Ryan Smith loved spending time with his national ranking — until it started cheating on him with other wrestlers.
Now, heading into the Pac-12 Championships of his senior season, the Cal Poly 197-pounder is ignoring the advances of his cruel former flame, hoping he can at last capture that elusive conference championship.
Cal Poly’s other top senior grapplers, 141-pound Boris Novachkov and 174-pound Ryan DesRoches, have also faced some adversity this season, but they all might have been necessary bumps along the road to All-America status and perhaps a national championship.
For Smith, a 5-1 start to the season was enough to gain some respect in the polls. But then he went through a 7-7 stretch, culminating with a loss in the wrestleback quarterfinals of the Midlands Championships.
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“Before that I was checking a lot to always see where they had me,” Smith said, “and when I fell out of them, I just kind of said, ‘forget it, I don’t care.’ The rankings don’t mean anything. I know what I’m capable of. I know what I can do. I just kind of stopped caring in general about what everyone else thought and just started doing it for me.”
It could have been the best thing to happen to him. Smith finished off the season winning seven of his past nine matches, losing to No. 1 Joe LeBlanc of Wyoming and No. 7 Brent Haynes of Missouri.
Smith climbed back into the top 25, ranking 17th in the coaches’ poll, and is ranked No. 2 in the Pac-12. Although the senior from Temecula has never won a conference title, Sunday could be his best chance.
Smith’s only conference loss, a pinfall defeat to No. 14 Taylor Meeks of Oregon State, was the only Pac-12 match Smith did not take convincingly, and it came at the low point of his midseason slump.
Since then, Smith began using DesRoches as a daily training partner, and the pairing has showed consistent results for both men.
“I’m confident I can win that Pac-12 title,” Smith said, “and there’s no reason why I shouldn’t be an All-American.”
Last season, DesRoches was adjusting to life as a married man. This year, as if school and a demanding Division I sport and marriage were not enough, he has a baby in the house, 8-month-old son Titus.
The different demands had no ill-effect on his season as the senior from Deer Park, Wash., rattled off 19 straight wins to start the year.
DesRoches was ranked as high as third in the country before a deflating 8-0 loss in a showdown with No. 1 Nick Amuchastegui of Stanford in January. He finished the season winning four of five but lost a 3-2 decision to No. 18 Dorian Henderson of Missouri to cap the regular season.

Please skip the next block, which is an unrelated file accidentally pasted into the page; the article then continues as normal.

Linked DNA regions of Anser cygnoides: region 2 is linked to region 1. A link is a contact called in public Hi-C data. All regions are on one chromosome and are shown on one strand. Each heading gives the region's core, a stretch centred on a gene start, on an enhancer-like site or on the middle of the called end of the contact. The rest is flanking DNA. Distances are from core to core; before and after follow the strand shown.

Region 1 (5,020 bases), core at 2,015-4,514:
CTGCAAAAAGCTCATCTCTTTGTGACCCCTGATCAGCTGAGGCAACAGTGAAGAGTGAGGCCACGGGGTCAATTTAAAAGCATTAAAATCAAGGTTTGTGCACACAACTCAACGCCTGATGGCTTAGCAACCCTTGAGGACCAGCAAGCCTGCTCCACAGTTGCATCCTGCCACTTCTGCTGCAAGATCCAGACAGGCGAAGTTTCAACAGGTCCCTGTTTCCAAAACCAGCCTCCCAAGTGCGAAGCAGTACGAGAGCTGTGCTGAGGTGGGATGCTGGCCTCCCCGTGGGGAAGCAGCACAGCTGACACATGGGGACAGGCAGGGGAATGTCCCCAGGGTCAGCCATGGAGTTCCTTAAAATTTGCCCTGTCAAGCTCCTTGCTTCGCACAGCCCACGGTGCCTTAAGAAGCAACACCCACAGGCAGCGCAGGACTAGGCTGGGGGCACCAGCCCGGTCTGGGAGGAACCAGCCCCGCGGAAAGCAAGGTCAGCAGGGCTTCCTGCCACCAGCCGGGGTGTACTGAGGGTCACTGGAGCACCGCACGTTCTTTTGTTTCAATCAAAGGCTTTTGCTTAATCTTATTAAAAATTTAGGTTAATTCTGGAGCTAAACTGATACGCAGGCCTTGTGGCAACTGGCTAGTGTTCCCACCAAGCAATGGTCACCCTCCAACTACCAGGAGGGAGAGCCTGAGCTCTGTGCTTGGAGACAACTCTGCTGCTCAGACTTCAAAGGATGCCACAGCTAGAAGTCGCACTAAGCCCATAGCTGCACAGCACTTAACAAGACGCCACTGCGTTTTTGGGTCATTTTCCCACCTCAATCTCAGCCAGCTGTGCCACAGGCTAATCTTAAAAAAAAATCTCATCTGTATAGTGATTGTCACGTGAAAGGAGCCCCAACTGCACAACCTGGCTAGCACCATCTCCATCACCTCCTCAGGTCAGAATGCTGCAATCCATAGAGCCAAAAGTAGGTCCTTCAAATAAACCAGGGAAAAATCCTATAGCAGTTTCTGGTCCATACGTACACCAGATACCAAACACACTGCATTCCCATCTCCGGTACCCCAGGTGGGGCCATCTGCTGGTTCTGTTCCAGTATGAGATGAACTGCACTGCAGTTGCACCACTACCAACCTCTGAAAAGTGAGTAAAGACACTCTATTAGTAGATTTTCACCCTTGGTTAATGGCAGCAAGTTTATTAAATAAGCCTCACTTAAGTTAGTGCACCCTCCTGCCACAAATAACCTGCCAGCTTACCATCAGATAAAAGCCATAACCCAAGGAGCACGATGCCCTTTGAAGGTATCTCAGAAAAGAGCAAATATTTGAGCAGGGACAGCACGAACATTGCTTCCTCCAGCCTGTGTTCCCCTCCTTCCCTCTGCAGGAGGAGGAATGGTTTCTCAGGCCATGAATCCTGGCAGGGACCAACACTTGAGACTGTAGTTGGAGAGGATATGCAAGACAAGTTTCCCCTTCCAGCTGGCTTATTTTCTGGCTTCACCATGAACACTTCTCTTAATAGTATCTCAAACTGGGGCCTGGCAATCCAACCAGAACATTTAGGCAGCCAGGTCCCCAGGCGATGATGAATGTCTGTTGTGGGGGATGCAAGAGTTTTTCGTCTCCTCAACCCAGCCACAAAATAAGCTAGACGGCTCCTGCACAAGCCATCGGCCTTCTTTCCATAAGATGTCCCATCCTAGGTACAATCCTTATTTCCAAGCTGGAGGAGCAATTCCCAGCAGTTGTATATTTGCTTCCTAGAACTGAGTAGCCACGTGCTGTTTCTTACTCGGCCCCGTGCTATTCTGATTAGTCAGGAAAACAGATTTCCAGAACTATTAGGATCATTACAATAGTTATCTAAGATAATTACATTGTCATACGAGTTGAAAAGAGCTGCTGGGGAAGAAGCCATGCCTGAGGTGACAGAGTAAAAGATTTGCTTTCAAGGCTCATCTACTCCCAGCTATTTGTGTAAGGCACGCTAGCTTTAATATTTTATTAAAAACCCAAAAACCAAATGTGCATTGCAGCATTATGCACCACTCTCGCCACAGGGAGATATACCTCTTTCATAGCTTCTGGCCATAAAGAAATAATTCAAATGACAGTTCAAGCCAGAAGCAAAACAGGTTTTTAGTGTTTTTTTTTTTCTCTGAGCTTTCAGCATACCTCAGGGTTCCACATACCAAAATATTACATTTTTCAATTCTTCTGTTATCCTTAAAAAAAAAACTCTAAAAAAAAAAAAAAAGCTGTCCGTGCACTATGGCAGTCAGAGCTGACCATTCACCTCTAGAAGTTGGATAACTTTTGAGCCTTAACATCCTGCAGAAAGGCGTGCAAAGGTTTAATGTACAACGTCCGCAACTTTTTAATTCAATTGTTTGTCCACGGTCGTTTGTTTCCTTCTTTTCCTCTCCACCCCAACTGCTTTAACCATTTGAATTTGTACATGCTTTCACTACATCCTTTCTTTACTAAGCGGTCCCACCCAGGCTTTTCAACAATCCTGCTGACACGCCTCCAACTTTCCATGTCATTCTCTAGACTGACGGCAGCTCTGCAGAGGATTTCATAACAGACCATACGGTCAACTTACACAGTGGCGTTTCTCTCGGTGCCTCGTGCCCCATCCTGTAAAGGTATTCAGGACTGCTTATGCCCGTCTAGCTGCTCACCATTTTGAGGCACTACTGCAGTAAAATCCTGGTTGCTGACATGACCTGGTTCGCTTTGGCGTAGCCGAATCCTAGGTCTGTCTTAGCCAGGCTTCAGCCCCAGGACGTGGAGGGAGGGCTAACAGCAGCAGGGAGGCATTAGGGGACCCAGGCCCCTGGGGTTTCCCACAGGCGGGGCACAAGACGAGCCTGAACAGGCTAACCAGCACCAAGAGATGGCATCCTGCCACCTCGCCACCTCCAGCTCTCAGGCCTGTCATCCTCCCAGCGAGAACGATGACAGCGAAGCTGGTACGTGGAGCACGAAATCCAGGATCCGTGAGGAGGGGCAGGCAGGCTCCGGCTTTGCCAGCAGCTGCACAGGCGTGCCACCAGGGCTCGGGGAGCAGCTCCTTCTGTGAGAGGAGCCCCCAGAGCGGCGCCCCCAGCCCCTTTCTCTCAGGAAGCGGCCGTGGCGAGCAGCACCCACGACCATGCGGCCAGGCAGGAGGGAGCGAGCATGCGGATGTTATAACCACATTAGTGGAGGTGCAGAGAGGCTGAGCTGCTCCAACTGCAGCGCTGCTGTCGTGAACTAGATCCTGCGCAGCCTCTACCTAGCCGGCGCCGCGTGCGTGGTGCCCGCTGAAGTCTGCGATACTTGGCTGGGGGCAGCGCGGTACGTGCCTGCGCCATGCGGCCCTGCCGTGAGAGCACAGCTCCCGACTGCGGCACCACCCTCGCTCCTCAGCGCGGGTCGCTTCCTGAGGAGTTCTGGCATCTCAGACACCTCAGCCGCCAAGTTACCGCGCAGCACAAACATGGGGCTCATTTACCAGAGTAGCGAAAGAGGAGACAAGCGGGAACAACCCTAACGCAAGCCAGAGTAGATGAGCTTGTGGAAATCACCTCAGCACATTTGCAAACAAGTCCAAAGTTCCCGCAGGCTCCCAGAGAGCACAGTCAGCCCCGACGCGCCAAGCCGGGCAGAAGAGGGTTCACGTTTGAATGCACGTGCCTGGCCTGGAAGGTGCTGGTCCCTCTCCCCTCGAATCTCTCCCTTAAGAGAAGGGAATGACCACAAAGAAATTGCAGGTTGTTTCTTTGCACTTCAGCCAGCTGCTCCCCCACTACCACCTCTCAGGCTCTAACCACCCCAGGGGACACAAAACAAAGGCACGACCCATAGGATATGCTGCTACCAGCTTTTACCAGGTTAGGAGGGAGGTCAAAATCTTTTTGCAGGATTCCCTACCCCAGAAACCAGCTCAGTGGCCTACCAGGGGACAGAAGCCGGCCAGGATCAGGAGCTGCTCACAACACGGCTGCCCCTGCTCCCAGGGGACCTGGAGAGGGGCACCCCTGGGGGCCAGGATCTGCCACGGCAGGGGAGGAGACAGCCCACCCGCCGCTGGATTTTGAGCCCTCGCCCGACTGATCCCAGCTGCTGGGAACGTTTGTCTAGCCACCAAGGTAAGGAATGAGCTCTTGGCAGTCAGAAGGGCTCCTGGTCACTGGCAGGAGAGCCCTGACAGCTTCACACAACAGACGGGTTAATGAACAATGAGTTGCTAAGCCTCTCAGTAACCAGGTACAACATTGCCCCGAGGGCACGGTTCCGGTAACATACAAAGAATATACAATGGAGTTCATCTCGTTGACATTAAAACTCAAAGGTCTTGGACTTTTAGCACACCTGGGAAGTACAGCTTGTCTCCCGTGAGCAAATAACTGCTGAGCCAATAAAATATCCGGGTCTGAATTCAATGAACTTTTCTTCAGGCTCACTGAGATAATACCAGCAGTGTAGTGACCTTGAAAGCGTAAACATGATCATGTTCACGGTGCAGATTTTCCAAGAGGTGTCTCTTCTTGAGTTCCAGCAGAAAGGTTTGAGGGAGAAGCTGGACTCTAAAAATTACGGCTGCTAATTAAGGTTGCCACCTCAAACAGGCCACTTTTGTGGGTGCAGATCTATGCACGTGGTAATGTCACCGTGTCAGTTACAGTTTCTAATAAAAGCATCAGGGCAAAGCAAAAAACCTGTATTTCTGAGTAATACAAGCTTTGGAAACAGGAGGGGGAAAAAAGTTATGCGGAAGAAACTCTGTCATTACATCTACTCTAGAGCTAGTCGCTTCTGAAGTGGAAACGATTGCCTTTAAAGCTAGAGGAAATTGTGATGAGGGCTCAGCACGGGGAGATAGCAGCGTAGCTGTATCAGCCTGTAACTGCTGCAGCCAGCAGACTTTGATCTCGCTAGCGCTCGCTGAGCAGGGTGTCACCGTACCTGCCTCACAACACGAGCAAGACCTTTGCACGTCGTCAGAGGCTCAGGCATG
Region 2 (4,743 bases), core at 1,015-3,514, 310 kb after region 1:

For DesRoches, wrestling with the pressure of living up to his ranking was making him more tentative. Thoughts about being afraid to lose ground in the polls crept into his mind.
“Being ranked top 3 or 4, I think I kind of let that get to me,” DesRoches said, “and I kind of started tightening up in my matches.
“It might have been bound to happen, and so it’s better that it happened there, so I can learn from it and better focus on my mindset and not putting so much on a match to the point where it makes me wrestle different. It’s a match. Someone’s going to win, and someone’s going to lose. I just need to rely on going hard and shooting my shots.”
DesRoches also has yet to win a conference championship, entering the Pac-10 Championships last season as the No. 1 seed but losing in the semifinals on a takedown in the final 15 seconds.
He’s ranked No. 2 behind Amuchastegui but aims to have a much closer match with the Cardinal standout should they meet in the finals.
Novachkov is the only Cal Poly grappler seeded first in the conference championships. The senior from Sunnyvale made it all the way to the NCAA title match last year and is riding a current 17-match win streak after losing back-to-back matches in the Las Vegas Invitational.
Aiming to get back to the national finals and cash in on the chance that he, UFC star Chad Mendes and Chase Pami were unable to in title trips before, Novachkov wasn’t expecting to lose all season.
The two defeats after a 10-0 start had some questioning the direction of his season, but Novachkov has risen back to No. 2 in the national rankings and holds the No.1 spot in RPI going into a conference meet where he could become Cal Poly’s first three-time Pac-10/12 champion.
“I felt like that might have been good for me, keep me on my toes,” Novachkov said of the losses. “Ever since then, I’ve been trying to push more in practice and try to get better.
“When you’re a returning national finalist, you know everybody’s gunning for you, so you always try to get better. If you don’t get better, people start figuring you out and start beating you.
“I don’t really feel pressured or anything. I know at the end I’m going to pull through when it counts.”